Shoulder pads are the long-forgotten element in this safety rubric, even at a time when shoulder injuries to quarterbacks can mar a season and alter the course of franchises and careers. Currently, the NFL and NCAA have no guidelines, standards or parameters for shoulder pads, though they do, obviously, for helmets (as well as knee and thigh pads). With so much attention and, frankly, money, in the race for the perfect helmet with concussions so in the news, shoulder pads were not evolving or coming closer to keeping pace with the types of collisions so prevalent in the game.

The word spreads quickly

The gospel of XTECH has spread largely through word of mouth since its inception six years ago, with Broderick, well connected in NFL circles from his marketing work with players for RTB Media, and Monica, a longtime equipment industry veteran, traveling across the country from team to team, explaining the product. Receivers like Sterling Shepard rave about the increased range of motion, light fit and safety of the pads; pass rushers like Von Miller and Khalil Mack espouse the increased ability to get their hands inside of blockers – unlike in normal bulky pads. Running backs like Le'Veon Bell, Latavius Murray and Melvin Gordon feel more free to initiate contact with their shoulders, with this system providing a more individual fit while also allowing for better ventilation than traditional models.

"I had some big bulky pads in college, and I was kind of happy to get something new when I got to the Giants," said Shepard, who said XTECH pads give him more "confidence" to go over the middle without worrying about blows to the shoulder. "I just like the feel of them and after my rookie year, going into my second year, they adjusted them and made them even more light weight and enhanced the range of motion and took out some of the extra padding. I love these pads."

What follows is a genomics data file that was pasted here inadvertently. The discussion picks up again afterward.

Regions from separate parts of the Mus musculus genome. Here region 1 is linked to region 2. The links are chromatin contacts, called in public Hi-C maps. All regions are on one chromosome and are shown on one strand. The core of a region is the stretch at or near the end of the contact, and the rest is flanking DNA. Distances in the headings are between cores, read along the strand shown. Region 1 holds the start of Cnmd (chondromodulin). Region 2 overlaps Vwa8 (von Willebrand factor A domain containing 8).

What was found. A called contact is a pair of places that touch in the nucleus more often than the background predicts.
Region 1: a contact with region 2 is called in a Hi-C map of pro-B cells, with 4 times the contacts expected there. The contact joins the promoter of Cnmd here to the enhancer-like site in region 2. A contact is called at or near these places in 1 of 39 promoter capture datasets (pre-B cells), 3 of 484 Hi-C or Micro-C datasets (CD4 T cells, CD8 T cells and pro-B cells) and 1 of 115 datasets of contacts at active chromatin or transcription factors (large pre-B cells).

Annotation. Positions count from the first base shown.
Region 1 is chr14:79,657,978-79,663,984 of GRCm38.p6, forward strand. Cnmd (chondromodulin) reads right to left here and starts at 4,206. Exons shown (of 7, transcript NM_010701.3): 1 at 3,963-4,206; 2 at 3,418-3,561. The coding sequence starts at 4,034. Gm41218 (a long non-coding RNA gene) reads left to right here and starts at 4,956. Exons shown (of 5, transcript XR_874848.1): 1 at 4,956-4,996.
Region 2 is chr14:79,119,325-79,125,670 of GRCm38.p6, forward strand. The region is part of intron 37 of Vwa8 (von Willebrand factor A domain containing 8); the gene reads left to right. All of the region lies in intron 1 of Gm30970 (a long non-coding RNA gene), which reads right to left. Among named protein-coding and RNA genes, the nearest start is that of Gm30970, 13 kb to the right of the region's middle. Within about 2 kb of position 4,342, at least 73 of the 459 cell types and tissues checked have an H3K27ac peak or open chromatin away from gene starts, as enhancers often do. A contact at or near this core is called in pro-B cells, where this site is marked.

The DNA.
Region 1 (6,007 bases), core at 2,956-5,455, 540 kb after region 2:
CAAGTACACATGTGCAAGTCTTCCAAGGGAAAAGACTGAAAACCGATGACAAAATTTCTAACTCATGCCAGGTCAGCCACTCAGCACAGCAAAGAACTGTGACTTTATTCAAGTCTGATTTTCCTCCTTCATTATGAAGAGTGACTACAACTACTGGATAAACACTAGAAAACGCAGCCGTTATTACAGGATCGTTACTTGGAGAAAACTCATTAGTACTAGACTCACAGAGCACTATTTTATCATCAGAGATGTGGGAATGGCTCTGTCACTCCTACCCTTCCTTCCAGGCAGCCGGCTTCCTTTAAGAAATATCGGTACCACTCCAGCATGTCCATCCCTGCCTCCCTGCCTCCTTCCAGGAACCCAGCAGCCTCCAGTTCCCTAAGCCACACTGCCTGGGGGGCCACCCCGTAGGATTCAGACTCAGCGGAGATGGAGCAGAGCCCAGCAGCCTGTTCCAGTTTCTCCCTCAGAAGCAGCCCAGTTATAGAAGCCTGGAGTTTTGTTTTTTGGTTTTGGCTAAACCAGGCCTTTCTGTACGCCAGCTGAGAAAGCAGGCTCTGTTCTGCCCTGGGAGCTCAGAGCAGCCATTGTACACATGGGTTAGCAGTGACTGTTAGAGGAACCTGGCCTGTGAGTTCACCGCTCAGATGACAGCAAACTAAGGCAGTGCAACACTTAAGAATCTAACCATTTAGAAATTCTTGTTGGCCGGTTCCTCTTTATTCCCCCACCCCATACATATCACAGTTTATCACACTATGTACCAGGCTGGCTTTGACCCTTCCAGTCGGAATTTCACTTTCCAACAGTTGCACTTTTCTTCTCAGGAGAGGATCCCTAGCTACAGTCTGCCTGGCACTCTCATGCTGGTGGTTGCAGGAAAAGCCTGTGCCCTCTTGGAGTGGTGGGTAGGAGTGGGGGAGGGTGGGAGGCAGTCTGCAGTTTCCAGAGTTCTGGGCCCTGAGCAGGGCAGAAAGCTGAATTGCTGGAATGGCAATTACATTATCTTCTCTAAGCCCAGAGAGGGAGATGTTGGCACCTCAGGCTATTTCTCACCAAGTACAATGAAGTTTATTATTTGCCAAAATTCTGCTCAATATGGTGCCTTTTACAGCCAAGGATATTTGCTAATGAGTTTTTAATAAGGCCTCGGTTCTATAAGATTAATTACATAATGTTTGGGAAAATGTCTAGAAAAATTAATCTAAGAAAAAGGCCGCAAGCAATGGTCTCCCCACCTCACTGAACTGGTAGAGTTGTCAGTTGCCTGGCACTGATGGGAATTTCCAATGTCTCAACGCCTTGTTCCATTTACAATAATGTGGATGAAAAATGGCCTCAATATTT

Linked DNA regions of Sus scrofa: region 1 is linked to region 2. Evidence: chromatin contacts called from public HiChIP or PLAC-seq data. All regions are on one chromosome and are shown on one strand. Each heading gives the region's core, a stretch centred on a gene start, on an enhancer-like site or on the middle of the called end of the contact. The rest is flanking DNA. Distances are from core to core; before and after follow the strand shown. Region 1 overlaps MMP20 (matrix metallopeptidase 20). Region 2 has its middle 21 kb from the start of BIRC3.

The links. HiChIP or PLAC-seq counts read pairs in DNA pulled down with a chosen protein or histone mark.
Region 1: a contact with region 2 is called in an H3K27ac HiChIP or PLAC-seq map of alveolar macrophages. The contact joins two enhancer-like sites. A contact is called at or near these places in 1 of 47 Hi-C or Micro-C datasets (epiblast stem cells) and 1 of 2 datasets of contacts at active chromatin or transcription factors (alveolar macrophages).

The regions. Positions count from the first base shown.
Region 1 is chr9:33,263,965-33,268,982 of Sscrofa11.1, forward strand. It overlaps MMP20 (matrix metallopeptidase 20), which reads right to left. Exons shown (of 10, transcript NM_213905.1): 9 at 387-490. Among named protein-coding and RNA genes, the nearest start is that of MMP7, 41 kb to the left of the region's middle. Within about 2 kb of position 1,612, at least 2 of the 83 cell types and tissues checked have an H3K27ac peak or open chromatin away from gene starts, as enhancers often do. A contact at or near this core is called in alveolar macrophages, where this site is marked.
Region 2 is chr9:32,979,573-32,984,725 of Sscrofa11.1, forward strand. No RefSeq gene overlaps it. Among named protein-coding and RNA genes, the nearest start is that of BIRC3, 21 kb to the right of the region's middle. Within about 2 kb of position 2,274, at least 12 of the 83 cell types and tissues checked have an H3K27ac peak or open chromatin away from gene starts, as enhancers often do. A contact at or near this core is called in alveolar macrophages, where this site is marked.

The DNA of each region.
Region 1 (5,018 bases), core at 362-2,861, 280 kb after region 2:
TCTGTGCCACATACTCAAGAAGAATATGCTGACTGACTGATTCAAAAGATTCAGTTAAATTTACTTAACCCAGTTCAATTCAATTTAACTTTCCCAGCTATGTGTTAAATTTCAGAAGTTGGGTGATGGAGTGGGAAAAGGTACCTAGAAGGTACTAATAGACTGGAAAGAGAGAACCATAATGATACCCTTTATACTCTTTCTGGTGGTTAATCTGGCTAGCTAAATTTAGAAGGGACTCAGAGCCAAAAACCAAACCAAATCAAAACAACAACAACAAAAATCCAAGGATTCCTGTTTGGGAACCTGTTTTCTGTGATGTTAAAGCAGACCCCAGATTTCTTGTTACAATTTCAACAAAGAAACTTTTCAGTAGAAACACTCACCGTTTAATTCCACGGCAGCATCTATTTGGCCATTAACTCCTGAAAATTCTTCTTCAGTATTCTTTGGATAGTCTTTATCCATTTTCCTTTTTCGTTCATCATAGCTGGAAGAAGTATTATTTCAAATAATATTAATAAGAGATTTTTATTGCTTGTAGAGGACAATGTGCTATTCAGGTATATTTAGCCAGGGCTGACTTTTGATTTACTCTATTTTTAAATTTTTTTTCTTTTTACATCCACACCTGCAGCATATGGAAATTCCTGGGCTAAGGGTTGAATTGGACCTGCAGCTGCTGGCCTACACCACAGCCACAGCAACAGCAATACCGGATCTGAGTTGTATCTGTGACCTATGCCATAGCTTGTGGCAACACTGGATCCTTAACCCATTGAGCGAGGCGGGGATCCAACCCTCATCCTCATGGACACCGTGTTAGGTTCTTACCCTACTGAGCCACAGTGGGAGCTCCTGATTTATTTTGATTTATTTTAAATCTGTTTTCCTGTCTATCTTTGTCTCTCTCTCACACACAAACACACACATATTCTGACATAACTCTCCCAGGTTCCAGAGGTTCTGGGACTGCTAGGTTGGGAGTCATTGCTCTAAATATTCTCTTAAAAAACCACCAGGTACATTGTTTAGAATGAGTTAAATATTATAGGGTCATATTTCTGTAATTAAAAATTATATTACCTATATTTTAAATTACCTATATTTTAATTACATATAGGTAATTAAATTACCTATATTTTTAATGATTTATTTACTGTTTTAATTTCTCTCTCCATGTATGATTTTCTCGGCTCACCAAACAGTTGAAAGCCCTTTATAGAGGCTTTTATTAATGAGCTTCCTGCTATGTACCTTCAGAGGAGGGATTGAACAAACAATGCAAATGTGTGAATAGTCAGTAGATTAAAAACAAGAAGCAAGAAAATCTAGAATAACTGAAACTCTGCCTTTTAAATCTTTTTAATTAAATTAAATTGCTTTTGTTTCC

Gordon was plagued by shoulder problems early in his career, and the equipment staff of the Chargers suggested he give the XTECH model a try. He's become a vocal supporter of them since.

"When I got in the league I was trying to grab some pads that were really light and looked good, and I pretty much ended up hurting my shoulder because of it," Gordon said. "And our equipment guys always try to put me in the best position to be healthy on the field and they suggested these. I'd never heard of them before, and they were like, 'These are the best out there and you tried to look cute and you got hurt.' So I was like, 'Give me anything that can really help …

"Once you hurt your shoulder you want to get in some pads that you feel good with, and obviously I feel good in these. Those old pads I was in, whatever I was in, I wasn't going to feel confident in those, I can guarantee you that. And when you find something that works for you, you try to stay in them and I definitely feel confident in these."